a small alligator gar caught at cha-am fishing

English name: alligator gar.

Scientific name: Atractosteus spatula.

Thai name: plaa jarakay (alligator fish) or ah-li-gay-terr (Thai way of pronouncing “alligator”)

Description: The alligator gar is one strange looking fish. With a long alligator-like jaw lined with saw-like razor-sharp teeth and a long body covered in hard scales, the fish looks like it was something lost from the prehistoric era that just decided to stop evolving. Gloves should be worn when handling a large specimen as their scales can become quite abrasive and caution should be practiced since their snapping jaws can easily tear flesh.

It is not a native fish and originally from North America. They have been imported to Thailand as ornamental and sports fish but some have escaped into the wild and thrive in some local waters. These carnivores are known to easily grow over 150cm. In fact, they are the largest freshwater fish in America and have been recorded to grow over 250cm and weighing over 140kg in weight.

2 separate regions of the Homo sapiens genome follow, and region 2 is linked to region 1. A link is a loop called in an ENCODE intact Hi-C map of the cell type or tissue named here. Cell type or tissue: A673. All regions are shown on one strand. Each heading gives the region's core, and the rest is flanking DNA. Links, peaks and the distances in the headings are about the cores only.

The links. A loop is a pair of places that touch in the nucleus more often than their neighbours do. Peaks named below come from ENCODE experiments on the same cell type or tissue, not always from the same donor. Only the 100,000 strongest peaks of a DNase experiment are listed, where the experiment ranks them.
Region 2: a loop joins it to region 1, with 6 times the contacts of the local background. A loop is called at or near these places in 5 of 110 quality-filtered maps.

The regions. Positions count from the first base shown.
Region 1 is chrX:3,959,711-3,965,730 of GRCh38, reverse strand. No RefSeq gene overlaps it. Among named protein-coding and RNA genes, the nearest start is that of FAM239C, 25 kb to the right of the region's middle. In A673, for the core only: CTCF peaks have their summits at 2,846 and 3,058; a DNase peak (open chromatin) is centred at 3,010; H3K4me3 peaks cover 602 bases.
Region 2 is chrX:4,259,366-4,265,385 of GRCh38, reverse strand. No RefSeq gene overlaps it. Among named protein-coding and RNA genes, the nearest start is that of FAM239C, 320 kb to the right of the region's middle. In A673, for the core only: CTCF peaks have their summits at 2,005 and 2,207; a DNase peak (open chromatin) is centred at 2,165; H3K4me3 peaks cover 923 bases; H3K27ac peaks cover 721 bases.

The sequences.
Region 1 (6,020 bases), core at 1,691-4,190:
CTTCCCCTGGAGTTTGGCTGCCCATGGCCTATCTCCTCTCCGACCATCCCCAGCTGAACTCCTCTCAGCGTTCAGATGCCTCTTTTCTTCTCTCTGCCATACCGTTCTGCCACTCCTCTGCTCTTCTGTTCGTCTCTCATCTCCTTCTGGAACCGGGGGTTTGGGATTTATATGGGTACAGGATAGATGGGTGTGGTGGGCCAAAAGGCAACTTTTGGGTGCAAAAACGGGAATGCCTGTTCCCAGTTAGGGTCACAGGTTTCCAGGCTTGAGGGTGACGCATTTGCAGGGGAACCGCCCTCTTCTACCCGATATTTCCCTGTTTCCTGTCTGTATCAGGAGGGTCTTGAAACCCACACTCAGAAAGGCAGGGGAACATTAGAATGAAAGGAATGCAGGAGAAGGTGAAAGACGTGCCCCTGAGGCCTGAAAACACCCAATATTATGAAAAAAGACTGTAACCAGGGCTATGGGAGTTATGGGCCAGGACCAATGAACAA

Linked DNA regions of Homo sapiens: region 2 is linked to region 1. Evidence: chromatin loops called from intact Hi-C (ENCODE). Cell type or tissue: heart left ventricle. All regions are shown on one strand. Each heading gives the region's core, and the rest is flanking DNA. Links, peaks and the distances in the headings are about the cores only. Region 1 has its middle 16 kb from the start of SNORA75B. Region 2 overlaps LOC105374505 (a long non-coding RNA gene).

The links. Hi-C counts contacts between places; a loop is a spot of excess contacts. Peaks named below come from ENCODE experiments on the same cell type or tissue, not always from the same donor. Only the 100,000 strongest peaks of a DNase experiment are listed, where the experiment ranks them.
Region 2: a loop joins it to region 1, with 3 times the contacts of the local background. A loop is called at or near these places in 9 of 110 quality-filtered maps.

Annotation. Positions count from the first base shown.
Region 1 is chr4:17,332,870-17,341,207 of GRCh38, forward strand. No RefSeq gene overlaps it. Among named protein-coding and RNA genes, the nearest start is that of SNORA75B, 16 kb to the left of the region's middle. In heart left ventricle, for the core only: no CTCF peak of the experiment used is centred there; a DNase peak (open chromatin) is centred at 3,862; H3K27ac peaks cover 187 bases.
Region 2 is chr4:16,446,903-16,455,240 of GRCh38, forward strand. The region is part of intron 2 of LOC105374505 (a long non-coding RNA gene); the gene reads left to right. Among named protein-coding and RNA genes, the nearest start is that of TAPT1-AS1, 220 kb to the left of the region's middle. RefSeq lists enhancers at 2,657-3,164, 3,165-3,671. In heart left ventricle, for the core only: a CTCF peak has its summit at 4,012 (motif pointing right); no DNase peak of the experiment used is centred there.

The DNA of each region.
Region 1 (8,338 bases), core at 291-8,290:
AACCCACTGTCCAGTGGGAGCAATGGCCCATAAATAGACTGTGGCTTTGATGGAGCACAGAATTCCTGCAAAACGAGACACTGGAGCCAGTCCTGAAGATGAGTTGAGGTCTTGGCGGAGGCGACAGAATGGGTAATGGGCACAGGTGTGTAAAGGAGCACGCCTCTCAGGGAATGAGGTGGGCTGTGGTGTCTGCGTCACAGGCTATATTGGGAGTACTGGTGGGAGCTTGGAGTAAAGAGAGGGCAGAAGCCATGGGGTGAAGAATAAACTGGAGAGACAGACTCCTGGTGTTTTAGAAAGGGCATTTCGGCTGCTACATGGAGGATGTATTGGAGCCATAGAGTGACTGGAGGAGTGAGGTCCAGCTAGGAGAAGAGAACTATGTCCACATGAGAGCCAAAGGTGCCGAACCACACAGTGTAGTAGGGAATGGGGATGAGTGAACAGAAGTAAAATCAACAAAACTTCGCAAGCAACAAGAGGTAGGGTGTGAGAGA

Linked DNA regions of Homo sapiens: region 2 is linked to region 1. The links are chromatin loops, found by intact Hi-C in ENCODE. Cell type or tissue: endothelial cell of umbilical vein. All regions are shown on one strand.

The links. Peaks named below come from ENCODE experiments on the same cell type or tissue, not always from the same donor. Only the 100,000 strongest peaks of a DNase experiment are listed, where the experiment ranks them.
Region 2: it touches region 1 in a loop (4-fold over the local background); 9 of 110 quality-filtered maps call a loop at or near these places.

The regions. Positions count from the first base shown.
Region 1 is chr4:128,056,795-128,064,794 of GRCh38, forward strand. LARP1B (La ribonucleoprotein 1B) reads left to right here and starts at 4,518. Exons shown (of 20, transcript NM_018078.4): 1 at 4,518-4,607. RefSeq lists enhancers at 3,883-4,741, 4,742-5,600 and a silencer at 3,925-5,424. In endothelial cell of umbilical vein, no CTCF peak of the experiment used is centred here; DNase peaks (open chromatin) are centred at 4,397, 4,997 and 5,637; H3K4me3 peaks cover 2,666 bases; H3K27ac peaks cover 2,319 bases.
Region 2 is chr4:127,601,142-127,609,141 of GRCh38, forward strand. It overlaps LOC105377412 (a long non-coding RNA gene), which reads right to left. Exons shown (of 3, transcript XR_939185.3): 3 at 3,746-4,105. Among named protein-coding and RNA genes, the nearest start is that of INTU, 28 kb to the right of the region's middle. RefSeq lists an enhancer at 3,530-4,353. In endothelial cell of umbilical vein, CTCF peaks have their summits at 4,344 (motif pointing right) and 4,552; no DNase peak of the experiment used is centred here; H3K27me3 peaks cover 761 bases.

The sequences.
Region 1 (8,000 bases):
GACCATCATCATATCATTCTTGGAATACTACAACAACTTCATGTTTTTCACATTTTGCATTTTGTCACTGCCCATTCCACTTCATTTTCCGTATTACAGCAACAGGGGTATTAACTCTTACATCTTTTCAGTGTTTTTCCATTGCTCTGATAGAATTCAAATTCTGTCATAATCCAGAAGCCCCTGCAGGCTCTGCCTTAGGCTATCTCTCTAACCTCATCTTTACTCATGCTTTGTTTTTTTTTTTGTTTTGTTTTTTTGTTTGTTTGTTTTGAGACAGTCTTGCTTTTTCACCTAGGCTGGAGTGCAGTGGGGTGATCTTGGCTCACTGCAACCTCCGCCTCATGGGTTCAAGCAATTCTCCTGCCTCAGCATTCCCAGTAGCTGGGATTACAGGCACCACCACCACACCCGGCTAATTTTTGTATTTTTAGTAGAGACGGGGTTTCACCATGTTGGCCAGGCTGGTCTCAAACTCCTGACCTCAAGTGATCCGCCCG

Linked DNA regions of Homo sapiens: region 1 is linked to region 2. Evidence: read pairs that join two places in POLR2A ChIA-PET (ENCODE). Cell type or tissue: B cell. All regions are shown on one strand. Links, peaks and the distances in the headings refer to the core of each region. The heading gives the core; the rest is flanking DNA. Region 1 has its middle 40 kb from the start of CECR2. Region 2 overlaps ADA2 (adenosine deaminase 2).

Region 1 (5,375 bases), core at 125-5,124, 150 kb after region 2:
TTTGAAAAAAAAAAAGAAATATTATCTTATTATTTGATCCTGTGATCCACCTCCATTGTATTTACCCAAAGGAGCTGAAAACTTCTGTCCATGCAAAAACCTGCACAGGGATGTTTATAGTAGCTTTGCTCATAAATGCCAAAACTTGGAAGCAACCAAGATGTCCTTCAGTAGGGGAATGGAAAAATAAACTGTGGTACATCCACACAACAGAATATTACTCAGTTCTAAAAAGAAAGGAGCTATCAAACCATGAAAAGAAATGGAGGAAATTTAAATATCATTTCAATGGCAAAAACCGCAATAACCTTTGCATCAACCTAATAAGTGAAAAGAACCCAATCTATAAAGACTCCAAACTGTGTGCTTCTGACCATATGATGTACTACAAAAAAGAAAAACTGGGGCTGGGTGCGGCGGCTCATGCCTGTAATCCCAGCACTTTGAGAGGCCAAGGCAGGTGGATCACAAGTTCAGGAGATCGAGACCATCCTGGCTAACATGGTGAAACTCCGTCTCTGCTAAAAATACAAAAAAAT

As a sports fish the alligator gar is definitely growing in popularity as more and more fishing ponds are stocking this viscous fish. It’s crazy looking, has an armor of scales, flesh-tearing teeth and it grows to ridiculous sizes, what more would a fisherman want?

How to catch them: Lure fishermen will find pretty good success with this fish by using a slowly retrieved swimbait. Lures should be of tougher variety as the jaws of the alligator gar can easily crush most hollow lures. They have also been known to take flies.

As for bait fishing, live juvenile walking catfish are quite a popular bait for them. In fishing ponds they are usually trained to feed on chopped mackerel or tilapia or even live tilapia.

Tastiness: Although they are not seen as table fish here in Thailand they are considered a delicacy in the United States.

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